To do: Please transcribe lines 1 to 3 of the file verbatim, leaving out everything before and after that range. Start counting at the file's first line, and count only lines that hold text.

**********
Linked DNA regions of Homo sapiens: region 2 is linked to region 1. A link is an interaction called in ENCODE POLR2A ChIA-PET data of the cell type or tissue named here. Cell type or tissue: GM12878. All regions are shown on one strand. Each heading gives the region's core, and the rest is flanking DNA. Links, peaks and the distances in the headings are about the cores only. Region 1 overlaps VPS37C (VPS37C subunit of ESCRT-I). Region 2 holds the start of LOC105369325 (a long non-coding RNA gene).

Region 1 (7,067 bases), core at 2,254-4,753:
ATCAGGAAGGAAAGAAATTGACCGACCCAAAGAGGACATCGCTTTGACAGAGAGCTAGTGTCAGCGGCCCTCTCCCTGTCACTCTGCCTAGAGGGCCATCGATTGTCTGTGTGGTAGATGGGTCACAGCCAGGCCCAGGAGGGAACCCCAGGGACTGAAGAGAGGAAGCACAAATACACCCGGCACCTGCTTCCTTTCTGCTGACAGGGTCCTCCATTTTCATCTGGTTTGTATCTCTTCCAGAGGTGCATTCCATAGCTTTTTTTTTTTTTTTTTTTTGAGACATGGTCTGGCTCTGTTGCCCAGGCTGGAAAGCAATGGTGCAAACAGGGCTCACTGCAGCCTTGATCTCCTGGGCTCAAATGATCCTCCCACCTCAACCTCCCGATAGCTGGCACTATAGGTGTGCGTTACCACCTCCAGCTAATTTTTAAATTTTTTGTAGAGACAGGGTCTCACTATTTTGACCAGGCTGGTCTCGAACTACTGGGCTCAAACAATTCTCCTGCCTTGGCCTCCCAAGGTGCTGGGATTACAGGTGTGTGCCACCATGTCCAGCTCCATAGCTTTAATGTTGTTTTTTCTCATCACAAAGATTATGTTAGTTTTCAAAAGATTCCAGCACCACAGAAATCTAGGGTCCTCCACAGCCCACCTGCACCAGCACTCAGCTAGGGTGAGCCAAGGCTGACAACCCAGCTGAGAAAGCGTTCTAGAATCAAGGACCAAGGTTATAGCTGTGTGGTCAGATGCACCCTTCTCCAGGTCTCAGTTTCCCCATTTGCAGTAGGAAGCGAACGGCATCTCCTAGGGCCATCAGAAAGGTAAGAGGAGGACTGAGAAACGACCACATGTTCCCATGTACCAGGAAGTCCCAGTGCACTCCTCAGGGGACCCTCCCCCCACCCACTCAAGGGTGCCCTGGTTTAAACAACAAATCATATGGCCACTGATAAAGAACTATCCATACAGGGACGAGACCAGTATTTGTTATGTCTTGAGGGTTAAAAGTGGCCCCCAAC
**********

Linked DNA regions of Homo sapiens: region 2 is linked to region 1. A link is an interaction called in ENCODE POLR2A ChIA-PET data of the cell type or tissue named here. Cell type or tissue: GM12878. All regions are shown on one strand. Each heading gives the region's core, and the rest is flanking DNA. Links, peaks and the distances in the headings are about the cores only. Region 1 overlaps VPS37C (VPS37C subunit of ESCRT-I). Region 2 holds the start of LOC105369325 (a long non-coding RNA gene).

Region 1 (7,067 bases), core at 2,254-4,753:
ATCAGGAAGGAAAGAAATTGACCGACCCAAAGAGGACATCGCTTTGACAGAGAGCTAGTGTCAGCGGCCCTCTCCCTGTCACTCTGCCTAGAGGGCCATCGATTGTCTGTGTGGTAGATGGGTCACAGCCAGGCCCAGGAGGGAACCCCAGGGACTGAAGAGAGGAAGCACAAATACACCCGGCACCTGCTTCCTTTCTGCTGACAGGGTCCTCCATTTTCATCTGGTTTGTATCTCTTCCAGAGGTGCATTCCATAGCTTTTTTTTTTTTTTTTTTTTGAGACATGGTCTGGCTCTGTTGCCCAGGCTGGAAAGCAATGGTGCAAACAGGGCTCACTGCAGCCTTGATCTCCTGGGCTCAAATGATCCTCCCACCTCAACCTCCCGATAGCTGGCACTATAGGTGTGCGTTACCACCTCCAGCTAATTTTTAAATTTTTTGTAGAGACAGGGTCTCACTATTTTGACCAGGCTGGTCTCGAACTACTGGGCTCAAACAATTCTCCTGCCTTGGCCTCCCAAGGTGCTGGGATTACAGGTGTGTGCCACCATGTCCAGCTCCATAGCTTTAATGTTGTTTTTTCTCATCACAAAGATTATGTTAGTTTTCAAAAGATTCCAGCACCACAGAAATCTAGGGTCCTCCACAGCCCACCTGCACCAGCACTCAGCTAGGGTGAGCCAAGGCTGACAACCCAGCTGAGAAAGCGTTCTAGAATCAAGGACCAAGGTTATAGCTGTGTGGTCAGATGCACCCTTCTCCAGGTCTCAGTTTCCCCATTTGCAGTAGGAAGCGAACGGCATCTCCTAGGGCCATCAGAAAGGTAAGAGGAGGACTGAGAAACGACCACATGTTCCCATGTACCAGGAAGTCCCAGTGCACTCCTCAGGGGACCCTCCCCCCACCCACTCAAGGGTGCCCTGGTTTAAACAACAAATCATATGGCCACTGATAAAGAACTATCCATACAGGGACGAGACCAGTATTTGTTATGTCTTGAGGGTTAAAAGTGGCCCCCAAC